Trailer titles for Shadow Of The Thin Man (1941) dir. by Woody Van Dye

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brandomarlons:

Marlon Brando accepting the Oscar for Best Actor at the 1955 Academy Awards for his role as Terry Malloy in On the Waterfront 

gradientlair:

bluedogeyes:

Captain Uhura should have been a thing 

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EPIC.

(via cognitivedissonance)

We live in a society that’s sexist in ways it doesn’t understand. One of the consequences is that men are extremely sensitive to being criticized by women. I think it threatens them in a very primal way, and male privilege makes them feel free to lash out.

This is why women are socialized to carefully dance around these issues, disagreeing with men in an extremely gentle manner. Not because women are nicer creatures than men. But because our very survival can depend on it.

No skin thick enough: The daily harassment of women in the game industry

The whole article sadly hits very close to home.

(via rosalarian)

(via slayboybunny)

Friend: So how do you think you've changed since high school?
Me: Well I became aware of oppressive power structures and how we are complicit in them and now seek to dismantle them.
Friend: ...
Me: I also think I got hotter.

marchcouldbedarker:

ragemovement:

Not just for those in Detroit, but anywhere where the right to water is being restricted or denied!

hey everyone, this post has only gotten a thousand or so notes and only a single follower of mine has reblogged this from me specifically.

Detroit has been shutting water off for entire neighborhoods regardless of whether people paid bills or not. Even if they didn’t, should that really mean that they should die of thirst? Should there really be a cost to stay alive?

Please, spread this. Link it on other sites so someone down the line who needs this anywhere can take back water, something that should be the right of every human being.

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inhaleaggression:

heyiamstupid

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trynottodrown:

SeaWorld could be in trouble because of “Granny,” the world’s oldest known living orca. The 103-year-old whale (also known as J2) was recently spotted off Canada’s western coast with her pod — her children, grandchildren and great-grandchildren. But while the Granny sighting is thrilling for us, it’s problematic for SeaWorld.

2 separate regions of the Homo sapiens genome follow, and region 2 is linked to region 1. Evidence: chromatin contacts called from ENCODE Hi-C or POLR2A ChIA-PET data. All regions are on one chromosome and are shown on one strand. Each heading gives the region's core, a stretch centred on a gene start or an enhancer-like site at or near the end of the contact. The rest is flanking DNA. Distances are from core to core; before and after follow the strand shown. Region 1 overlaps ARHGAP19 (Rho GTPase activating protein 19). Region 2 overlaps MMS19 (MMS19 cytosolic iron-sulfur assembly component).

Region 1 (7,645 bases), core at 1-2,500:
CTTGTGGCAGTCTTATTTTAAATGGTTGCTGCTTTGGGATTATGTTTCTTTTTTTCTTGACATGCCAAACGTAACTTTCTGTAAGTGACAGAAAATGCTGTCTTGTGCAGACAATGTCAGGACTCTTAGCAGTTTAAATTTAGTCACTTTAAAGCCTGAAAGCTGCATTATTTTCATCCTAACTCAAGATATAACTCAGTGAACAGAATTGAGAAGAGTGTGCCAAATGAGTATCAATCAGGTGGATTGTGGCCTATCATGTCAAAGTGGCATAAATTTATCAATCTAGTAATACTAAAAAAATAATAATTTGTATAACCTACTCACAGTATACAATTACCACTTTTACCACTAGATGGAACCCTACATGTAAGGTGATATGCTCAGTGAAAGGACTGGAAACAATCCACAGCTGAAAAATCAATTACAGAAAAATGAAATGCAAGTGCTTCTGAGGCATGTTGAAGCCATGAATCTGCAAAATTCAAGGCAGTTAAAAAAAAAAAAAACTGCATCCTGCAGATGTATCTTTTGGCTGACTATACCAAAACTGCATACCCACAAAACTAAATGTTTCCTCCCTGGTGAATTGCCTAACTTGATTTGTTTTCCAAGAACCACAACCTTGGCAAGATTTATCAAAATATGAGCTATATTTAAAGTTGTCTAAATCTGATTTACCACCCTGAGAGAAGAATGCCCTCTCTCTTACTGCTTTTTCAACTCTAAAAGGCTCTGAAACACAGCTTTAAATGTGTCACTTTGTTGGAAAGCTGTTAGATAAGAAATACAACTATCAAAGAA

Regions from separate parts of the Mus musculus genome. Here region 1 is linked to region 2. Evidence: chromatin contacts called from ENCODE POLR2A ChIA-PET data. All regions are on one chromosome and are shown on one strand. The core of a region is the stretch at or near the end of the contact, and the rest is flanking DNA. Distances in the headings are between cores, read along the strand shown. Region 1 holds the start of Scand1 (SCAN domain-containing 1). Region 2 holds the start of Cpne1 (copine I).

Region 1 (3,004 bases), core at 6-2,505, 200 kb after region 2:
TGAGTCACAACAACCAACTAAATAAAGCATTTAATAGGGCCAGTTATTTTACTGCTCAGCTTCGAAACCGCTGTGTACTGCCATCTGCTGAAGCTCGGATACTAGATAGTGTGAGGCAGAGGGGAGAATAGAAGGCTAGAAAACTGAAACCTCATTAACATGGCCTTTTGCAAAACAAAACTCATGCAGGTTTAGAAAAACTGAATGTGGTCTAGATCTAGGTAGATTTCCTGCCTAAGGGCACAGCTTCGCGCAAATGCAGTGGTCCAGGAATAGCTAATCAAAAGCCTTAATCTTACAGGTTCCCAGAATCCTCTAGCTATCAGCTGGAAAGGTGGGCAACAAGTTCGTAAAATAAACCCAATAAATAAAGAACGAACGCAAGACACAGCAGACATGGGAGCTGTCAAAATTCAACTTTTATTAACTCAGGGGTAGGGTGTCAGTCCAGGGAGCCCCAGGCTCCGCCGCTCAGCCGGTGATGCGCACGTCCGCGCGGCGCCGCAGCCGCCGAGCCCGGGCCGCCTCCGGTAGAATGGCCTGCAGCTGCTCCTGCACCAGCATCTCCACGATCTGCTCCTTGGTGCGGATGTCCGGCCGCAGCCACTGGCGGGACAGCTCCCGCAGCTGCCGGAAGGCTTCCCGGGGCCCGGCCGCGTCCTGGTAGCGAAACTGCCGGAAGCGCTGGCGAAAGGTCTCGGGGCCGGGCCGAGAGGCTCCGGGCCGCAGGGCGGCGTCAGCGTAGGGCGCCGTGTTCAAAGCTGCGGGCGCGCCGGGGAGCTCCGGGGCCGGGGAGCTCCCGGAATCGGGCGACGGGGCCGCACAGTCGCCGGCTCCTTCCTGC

First of all, SeaWorld has claimed that “no one knows for sure how long killer whales live,” when simple figures or even living and thriving examples — like Granny — can give us a pretty good idea. The Whale and Dolphin Conservation project estimates that whales born in captivity only live to 4.5 years old, on average; many of SeaWorld’s orcas die before they reach their 20s. Perhaps because of their reduced lifespans, the whales are forced to breed continuously and at perilously young ages, which could also diminish their overall health.

Another key aspect of an orca’s life — which is missing in captivity — is the ability to swim up to 100 miles per day. When Granny was spotted earlier this week, she had just finished an 800-mile trek from northern California along with her pod. According to animal welfare advocates, long-distance swimming is integral to orcas’ psychological health and well-being; SeaWorld, however, has gone on record claiming that orcas do not need to swim hundreds of miles regularly, ostensibly to defend the parks’ cruel practice of keeping massive, powerful orcas confined to cramped tanks.

Since Granny was first spotted (as early as the 1930s), she’s believed to have mothered two calves, who in turn have had calves of their own. (One of her grandchildren, Canuck, reportedly died at the age of 4 after being captured and held at SeaWorld). As her pod has grown, Granny has kept up with them — without being separated through human intervention — and traveled astonishing distances with her pod annually. Orcas at SeaWorld are routinely separated from their pods, which has been known to cause huge mental and emotional strain and can prevent calves from developing normally.

Granny doesn’t simply represent an impressive feat of nature; she embodies what’s wrong with SeaWorld by being a living example of what’s right in the wild. While it’s true that most wild orcas don’t live as long as Granny has, their lifespans are still dramatically longer than those of SeaWorld’s whales (the NOAA estimates that wild female orcas, like Granny, live an average of 50 to 60 years). Their lives are also filled with much more swimming, exploration, variety and bonding with family — in other words, their lives are likely filled with much more joy.

SeaWorld and marine parks profit off keeping orcas and other marine animals in captivity — despite evidence that captivity not only induces unnatural behaviors in whales, but also endangers trainers. Join us in pledging never to visit SeaWorld or other marine parks until they empty their orca tanks.

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